Betty Gilpin, Hilary Swank, Justin Hartley, Ike Barinholtz, Emma Roberts, Ethan Suplee
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Action and gore revel in blood-soaked splendour…triumphs…thanks to a sharply constructed premise that offers a piercing assessment on the American political divide.
As though Trump wasn’t incendiary enough already, headlines and tweets from 2019 would have you believe Blumhouse’s pseudo-horror-satire The Hunt would be the catalyst of America’s undoing.
….to inflame and cause chaos. They create their own violence, and then try to blame others. They are the true Racists, and are very bad for our Country!
— Donald J. Trump (@realDonaldTrump) August 9, 2019
The Hunt’s originally planned release date in 2019 coincided with numerous US mass shootings, the likes of which the film sets out to denounce, adding fuel to already flammable conversations regarding gun control, immigration, and political division.
Alas, six months later and a VOD release due to another crisis, The Hunt shines not as a piece of scathing left activism, but as a thoughtfully conceived, on-the-nose exploration of American disunity.
The Hunger Games meets Ready or Not as a group of strangers, each of whom have been kidnapped, fight for survival as a murderous threat hunts them down (Lost screenwriter Damon Lindelof, here co-writer and producer, sticking to his tale of isolated strangers bread-and-butter).
Their location and selection, unbeknownst to them, is explored as a series of intersecting narratives that contrasts the decidedly-virtuous antics of liberal figures with those of civilians deemed as ‘deplorables’.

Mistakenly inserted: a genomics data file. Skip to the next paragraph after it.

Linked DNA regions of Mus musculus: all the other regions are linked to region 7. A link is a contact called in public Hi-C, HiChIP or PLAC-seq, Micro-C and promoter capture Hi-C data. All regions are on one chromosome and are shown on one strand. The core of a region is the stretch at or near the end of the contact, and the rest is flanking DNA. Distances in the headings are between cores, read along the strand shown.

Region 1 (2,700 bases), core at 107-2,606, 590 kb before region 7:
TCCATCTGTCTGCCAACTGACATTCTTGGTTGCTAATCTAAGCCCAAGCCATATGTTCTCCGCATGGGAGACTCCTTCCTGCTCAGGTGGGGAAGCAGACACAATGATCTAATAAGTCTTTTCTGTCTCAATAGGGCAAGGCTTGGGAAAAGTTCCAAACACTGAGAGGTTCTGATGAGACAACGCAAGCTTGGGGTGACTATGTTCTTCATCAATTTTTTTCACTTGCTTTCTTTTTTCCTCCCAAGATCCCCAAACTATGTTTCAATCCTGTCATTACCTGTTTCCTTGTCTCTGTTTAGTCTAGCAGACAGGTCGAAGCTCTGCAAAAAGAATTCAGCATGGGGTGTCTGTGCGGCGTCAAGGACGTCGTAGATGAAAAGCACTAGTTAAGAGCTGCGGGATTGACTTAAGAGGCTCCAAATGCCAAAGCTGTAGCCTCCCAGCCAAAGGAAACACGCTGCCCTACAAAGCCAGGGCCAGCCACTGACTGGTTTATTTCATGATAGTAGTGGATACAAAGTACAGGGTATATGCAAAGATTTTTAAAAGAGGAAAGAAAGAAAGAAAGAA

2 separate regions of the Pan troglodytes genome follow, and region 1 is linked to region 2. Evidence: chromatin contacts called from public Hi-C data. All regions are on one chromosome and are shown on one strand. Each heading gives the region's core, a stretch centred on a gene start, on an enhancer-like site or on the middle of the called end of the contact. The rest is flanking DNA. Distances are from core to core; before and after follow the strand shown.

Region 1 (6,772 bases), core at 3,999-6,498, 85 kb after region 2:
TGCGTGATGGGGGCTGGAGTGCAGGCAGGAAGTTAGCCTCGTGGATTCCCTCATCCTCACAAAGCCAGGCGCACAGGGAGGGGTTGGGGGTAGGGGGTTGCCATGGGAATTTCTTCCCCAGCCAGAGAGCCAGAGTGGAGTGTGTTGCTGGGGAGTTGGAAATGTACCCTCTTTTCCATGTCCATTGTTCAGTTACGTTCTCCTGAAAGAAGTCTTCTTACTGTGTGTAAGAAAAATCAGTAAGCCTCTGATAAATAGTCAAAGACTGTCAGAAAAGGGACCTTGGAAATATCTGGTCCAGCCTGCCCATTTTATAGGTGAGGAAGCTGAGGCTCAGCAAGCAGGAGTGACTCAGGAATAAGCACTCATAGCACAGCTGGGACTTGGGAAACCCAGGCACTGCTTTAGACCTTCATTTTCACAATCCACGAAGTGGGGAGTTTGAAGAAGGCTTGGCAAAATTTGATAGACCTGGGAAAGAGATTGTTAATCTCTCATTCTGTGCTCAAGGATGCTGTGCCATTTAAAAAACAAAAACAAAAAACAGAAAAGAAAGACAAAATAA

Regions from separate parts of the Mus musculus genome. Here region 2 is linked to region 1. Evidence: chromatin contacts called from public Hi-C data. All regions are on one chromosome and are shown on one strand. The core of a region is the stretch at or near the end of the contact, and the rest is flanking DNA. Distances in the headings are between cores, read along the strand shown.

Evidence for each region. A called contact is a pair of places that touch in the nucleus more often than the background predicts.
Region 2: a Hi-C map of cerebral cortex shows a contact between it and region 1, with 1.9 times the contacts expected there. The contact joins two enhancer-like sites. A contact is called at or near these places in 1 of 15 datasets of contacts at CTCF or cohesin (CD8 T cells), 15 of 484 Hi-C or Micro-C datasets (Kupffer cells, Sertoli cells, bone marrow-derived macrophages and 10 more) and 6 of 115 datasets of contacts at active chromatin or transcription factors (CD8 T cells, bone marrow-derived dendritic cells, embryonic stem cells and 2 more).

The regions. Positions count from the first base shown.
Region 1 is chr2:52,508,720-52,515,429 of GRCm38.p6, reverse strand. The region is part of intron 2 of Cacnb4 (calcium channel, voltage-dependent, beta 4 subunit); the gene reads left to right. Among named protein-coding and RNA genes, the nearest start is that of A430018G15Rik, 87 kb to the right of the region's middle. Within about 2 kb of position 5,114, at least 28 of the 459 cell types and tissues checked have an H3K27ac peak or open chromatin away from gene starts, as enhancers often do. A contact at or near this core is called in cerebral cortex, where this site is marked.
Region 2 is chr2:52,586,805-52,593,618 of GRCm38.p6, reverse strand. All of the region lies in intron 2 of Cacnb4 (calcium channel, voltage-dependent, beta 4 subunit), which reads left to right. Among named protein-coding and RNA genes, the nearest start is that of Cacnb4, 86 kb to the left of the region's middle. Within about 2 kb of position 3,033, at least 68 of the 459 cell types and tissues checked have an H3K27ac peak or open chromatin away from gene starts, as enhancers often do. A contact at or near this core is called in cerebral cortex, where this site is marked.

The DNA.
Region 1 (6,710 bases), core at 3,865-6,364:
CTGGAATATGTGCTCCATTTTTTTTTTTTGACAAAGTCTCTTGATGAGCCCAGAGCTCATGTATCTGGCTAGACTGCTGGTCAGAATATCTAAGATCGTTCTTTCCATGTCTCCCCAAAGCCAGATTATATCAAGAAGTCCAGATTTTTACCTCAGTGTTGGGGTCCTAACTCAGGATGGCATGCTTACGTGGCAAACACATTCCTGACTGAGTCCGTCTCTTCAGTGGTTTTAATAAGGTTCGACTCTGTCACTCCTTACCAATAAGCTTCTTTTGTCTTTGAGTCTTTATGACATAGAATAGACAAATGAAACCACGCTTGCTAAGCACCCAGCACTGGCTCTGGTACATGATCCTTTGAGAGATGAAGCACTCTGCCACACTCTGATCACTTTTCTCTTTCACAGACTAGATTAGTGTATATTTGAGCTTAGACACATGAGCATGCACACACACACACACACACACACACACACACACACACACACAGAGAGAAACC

The Hunt stands apart from politically laced genre films before it, by unabashedly leaning into its high-minded moxie. Its dissection of contemporary tensions, revealing of a progressivism rarely witnessed in ‘Liberal Hollywood’, portrays the self-destructive tendencies occurring at both ends of the political spectrum. Contrary to tabloid headlines, The Hunt gazes more critically at leftist attitudes, whose elitism is expressed via priggish PC-ism and perceived moral superiority.
There is no shortage of disparaging comments made in The Hunt that convey the dismay felt by its filmmakers. Director Craig Zobel (of Compliance and Z for Zachariah fame) voices discontent with an astuteness that details the explosive way extremist political views cause societal division.
The Hunt’s modest Blumhouse-style budget is evident, yet works in its favour to paint a raw and vivid picture of the heated political tensions currently experienced in America. Action and gore revel in blood-soaked splendour, but frequently overpowers the mood when it should add to it thematically. This, in particular, impacts the last act of the film, with a climactic spectacle of fisty-cuffs, landing somewhere between John Wick and Atomic Blonde in bloodiness, ham-fistedly positioned as a metaphor for disenfranchisement. (And don’t even go there with the gritty re-imagination of The Tortoise and the Hare…).
The Hunt experiences issues with structure, with the early handballing of narrative. However, commendable for its efforts to defy conventions, it ultimately denies the film the time needed to further explore its main characters. The film comes into motion upon the arrival of Betty Gilpin, who delivers a fine performance as a Rambo-esque figure fighting her way to freedom.
Neither the inflammatory nor chaotic propagation decreed by Trump in an unnecessarily retaliative tweet, The Hunt triumphs against its looming political controversy – the likes of which have stalked the film’s release – thanks to a sharply constructed premise that offers a piercing assessment on the American political divide.